Dating the Source of the Nile

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Science  28 Apr 2000:
Vol. 288, Issue 5466, pp. 577
DOI: 10.1126/science.288.5466.577d

The Nile River flows north from Lake Victoria and Lake Albert. Its rate of flow, its direction of flow, and even its course have varied greatly over time; these variations likely influenced early human evolution and, more recently, have affected the development of early civilizations, the chemistry in the Mediterranean Sea, and the evolution of endemic fish populations in the African Rift Valley. Nineteenth century explorers identified the source of the White Nile as Lake Victoria. In order to resolve the uncertainty over the beginning of the outflow from Lake Victoria (to form the modern Nile), Talbot et al. measured Sr isotopes in fossil shells and fish bones and thus mapped the late Pleistocene history of Nile River flow. Lake Victoria provides waters with distinctive Sr isotope ratios, and this signature is seen in Nile River fossil deposits starting from about 13,000 years ago (11,500 radiocarbon years ago).—BH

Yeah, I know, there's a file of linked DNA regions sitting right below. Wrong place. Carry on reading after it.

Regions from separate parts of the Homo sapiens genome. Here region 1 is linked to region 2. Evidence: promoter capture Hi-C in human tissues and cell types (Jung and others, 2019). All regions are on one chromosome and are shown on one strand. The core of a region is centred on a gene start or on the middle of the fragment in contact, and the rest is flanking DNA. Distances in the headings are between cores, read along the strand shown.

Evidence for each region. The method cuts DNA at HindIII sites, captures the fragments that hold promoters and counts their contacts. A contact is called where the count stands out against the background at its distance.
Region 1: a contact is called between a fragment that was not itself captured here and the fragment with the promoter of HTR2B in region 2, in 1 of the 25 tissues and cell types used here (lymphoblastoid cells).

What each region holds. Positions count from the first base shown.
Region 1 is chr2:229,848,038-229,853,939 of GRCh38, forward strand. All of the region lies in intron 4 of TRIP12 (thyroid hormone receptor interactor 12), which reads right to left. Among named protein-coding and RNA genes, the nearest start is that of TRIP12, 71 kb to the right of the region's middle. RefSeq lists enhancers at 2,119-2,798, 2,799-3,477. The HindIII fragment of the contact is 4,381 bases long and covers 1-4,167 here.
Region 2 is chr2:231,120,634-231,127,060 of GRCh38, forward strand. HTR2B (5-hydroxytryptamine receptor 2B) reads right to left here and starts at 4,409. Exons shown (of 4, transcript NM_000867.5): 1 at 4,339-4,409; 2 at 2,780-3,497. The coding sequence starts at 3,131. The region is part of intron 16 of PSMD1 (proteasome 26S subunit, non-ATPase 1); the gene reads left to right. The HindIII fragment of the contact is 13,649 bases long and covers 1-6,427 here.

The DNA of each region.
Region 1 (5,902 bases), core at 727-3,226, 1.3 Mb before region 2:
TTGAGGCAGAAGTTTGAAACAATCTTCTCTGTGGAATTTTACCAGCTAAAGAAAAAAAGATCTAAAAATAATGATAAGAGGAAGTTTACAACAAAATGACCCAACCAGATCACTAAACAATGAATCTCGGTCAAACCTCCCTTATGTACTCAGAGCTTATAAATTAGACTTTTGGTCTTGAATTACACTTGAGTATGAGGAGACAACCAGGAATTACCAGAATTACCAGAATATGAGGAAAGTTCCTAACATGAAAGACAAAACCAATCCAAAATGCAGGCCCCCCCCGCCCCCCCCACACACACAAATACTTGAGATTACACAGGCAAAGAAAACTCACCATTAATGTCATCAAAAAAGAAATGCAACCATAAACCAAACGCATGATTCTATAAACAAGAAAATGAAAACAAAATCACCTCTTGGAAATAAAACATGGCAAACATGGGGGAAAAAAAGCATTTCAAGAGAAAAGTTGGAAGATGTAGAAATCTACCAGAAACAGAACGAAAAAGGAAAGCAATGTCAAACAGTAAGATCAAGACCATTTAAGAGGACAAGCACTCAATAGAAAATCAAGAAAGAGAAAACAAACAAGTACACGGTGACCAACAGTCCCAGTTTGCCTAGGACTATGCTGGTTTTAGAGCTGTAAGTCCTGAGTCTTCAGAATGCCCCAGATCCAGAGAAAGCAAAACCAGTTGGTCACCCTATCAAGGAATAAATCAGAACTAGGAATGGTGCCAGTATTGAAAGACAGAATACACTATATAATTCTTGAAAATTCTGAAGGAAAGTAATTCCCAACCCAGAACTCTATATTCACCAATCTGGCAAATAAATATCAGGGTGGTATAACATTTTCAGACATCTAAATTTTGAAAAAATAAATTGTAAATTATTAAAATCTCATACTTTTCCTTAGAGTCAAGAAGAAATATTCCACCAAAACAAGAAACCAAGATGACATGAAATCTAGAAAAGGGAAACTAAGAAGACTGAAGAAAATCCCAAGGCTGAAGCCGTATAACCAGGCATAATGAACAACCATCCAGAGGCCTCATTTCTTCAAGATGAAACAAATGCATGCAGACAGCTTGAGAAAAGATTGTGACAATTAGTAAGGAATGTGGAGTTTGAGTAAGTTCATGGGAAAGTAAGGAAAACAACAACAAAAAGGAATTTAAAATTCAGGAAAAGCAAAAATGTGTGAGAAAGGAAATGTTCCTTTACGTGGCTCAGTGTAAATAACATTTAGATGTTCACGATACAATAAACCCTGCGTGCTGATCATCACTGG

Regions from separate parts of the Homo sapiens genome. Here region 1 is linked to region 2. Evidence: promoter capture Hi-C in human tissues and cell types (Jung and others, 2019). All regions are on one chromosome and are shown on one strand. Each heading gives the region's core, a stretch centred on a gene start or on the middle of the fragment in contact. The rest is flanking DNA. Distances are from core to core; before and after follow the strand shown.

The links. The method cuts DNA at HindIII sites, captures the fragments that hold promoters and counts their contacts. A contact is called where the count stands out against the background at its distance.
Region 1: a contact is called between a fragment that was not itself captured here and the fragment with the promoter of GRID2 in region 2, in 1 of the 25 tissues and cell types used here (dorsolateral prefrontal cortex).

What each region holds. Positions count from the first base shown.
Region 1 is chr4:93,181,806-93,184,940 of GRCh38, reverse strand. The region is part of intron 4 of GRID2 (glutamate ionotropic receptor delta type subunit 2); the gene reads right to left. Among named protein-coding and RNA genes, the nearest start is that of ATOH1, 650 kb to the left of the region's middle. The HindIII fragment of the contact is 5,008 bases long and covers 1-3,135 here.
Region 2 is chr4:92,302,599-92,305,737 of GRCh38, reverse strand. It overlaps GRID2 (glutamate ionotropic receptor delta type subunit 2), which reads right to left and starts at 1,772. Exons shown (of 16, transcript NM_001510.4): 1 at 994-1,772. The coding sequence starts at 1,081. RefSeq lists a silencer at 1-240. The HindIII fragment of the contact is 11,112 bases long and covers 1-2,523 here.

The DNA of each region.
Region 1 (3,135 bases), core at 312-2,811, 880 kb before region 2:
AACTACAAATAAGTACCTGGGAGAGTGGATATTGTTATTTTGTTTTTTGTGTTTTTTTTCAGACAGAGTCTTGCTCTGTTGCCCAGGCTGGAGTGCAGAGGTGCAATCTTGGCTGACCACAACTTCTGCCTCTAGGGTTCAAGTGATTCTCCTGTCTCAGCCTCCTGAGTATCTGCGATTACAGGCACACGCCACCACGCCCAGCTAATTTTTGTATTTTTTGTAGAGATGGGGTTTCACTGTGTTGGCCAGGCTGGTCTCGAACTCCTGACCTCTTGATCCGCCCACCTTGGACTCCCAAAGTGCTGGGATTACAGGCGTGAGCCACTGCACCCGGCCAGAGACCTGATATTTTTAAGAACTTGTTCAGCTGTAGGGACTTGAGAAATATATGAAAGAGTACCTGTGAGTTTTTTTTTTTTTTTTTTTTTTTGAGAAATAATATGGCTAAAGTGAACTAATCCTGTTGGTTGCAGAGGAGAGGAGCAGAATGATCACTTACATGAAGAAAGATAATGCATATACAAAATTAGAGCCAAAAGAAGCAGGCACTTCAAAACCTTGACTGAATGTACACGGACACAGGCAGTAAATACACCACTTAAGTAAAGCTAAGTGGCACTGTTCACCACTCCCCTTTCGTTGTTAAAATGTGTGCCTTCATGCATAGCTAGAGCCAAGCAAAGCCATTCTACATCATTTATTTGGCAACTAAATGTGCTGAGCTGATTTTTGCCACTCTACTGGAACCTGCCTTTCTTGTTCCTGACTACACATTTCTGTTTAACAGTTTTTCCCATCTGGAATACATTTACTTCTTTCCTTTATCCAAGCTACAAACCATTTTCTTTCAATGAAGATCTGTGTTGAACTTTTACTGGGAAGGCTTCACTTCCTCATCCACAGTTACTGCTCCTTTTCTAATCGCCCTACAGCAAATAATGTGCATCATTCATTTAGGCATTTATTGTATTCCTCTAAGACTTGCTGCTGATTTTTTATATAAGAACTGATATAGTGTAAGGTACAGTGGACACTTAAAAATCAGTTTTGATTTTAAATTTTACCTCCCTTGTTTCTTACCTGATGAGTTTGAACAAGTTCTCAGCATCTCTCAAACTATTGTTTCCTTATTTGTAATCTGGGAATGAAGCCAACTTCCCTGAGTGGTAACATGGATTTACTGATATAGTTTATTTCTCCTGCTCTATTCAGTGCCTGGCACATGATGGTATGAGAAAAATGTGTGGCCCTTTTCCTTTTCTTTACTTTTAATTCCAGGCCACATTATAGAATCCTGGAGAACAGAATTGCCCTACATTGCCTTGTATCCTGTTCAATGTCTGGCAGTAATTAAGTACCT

Geology28, 343 (2000).

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